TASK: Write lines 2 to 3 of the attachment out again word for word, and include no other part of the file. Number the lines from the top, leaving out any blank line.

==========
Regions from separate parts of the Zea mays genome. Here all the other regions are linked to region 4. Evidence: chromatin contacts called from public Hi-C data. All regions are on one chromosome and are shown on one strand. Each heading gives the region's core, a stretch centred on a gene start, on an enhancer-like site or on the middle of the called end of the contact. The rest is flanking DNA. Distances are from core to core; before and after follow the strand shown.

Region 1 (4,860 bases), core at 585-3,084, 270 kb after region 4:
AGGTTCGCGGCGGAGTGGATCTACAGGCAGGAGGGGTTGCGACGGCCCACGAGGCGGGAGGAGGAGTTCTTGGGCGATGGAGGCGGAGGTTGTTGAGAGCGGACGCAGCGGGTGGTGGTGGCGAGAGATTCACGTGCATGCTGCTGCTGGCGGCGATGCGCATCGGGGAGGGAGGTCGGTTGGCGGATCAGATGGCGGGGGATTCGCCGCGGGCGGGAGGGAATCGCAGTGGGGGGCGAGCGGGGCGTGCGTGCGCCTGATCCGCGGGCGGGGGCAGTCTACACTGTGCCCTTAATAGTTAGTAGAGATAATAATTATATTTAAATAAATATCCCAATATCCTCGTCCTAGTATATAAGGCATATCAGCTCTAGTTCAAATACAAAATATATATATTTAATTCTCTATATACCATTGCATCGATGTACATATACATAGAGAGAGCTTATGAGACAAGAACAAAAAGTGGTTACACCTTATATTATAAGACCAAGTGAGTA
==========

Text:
Region 1 (4,860 bases), core at 585-3,084, 270 kb after region 4:
AGGTTCGCGGCGGAGTGGATCTACAGGCAGGAGGGGTTGCGACGGCCCACGAGGCGGGAGGAGGAGTTCTTGGGCGATGGAGGCGGAGGTTGTTGAGAGCGGACGCAGCGGGTGGTGGTGGCGAGAGATTCACGTGCATGCTGCTGCTGGCGGCGATGCGCATCGGGGAGGGAGGTCGGTTGGCGGATCAGATGGCGGGGGATTCGCCGCGGGCGGGAGGGAATCGCAGTGGGGGGCGAGCGGGGCGTGCGTGCGCCTGATCCGCGGGCGGGGGCAGTCTACACTGTGCCCTTAATAGTTAGTAGAGATAATAATTATATTTAAATAAATATCCCAATATCCTCGTCCTAGTATATAAGGCATATCAGCTCTAGTTCAAATACAAAATATATATATTTAATTCTCTATATACCATTGCATCGATGTACATATACATAGAGAGAGCTTATGAGACAAGAACAAAAAGTGGTTACACCTTATATTATAAGACCAAGTGAGTA